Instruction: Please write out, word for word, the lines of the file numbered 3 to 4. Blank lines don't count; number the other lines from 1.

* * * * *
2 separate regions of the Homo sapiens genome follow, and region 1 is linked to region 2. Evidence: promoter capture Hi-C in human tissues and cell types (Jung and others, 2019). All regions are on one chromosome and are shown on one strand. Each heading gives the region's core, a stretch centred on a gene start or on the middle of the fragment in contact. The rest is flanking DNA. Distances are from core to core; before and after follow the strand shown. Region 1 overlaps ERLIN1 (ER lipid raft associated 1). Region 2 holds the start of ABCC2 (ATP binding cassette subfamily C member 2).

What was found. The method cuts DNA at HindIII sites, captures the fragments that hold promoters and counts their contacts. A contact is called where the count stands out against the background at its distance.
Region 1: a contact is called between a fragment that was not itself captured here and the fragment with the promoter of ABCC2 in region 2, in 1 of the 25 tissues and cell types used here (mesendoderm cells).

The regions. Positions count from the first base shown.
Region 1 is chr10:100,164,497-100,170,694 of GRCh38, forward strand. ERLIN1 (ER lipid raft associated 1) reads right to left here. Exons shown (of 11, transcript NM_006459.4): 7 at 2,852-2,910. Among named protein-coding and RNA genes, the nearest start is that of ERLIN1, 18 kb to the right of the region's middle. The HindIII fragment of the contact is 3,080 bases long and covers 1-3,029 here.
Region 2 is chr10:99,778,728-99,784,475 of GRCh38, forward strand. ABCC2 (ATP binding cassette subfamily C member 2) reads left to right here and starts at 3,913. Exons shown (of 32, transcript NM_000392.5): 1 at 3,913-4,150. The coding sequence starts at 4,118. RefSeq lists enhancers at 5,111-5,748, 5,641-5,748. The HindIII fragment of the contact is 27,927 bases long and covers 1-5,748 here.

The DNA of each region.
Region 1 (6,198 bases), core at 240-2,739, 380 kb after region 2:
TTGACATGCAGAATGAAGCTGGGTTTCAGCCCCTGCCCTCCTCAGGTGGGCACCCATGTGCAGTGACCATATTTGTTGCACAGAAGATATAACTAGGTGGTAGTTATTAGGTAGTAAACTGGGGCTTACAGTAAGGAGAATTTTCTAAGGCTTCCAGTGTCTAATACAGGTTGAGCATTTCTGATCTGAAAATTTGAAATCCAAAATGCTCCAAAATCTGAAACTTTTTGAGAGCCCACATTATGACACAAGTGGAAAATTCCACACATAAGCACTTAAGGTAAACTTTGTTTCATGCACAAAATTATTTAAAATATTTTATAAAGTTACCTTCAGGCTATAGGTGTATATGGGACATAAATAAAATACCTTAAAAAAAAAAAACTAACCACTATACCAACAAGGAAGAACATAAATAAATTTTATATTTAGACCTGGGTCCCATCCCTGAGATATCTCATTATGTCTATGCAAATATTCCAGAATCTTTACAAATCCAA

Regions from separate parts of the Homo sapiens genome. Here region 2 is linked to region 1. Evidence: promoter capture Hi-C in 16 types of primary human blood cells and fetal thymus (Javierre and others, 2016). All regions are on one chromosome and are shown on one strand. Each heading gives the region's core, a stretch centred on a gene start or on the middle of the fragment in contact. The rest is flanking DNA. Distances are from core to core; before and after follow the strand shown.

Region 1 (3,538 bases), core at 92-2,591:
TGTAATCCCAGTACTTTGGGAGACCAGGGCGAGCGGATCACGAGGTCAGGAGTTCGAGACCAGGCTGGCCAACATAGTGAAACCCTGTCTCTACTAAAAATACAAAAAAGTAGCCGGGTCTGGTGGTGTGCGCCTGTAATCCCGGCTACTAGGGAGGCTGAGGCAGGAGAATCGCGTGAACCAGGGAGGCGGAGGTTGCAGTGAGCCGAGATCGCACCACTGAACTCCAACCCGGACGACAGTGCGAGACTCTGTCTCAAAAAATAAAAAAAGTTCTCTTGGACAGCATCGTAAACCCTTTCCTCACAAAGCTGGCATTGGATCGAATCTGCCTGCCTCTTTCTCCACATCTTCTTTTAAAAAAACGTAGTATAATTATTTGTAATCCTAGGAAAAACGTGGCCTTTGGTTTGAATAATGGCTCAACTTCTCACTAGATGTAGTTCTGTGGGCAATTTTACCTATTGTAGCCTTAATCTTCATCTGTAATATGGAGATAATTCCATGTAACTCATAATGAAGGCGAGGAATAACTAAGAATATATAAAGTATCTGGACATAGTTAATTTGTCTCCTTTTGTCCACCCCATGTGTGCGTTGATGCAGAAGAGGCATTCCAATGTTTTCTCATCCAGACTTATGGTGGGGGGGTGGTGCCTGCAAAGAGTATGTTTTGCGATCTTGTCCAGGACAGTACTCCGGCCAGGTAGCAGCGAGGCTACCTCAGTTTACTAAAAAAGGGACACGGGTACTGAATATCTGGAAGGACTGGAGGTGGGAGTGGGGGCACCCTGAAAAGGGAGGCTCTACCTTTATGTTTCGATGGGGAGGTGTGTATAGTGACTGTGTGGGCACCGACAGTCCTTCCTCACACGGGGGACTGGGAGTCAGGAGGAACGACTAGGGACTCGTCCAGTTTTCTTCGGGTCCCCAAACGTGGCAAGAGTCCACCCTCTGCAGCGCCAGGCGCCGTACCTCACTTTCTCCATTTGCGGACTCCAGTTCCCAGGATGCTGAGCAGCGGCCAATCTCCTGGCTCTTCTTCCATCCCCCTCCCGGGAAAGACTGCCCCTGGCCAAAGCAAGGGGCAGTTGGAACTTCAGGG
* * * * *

Region 1: a contact is called between a fragment that was not itself captured here and the fragment with the promoter of ABCC2 in region 2, in 1 of the 25 tissues and cell types used here (mesendoderm cells).

The regions. Positions count from the first base shown.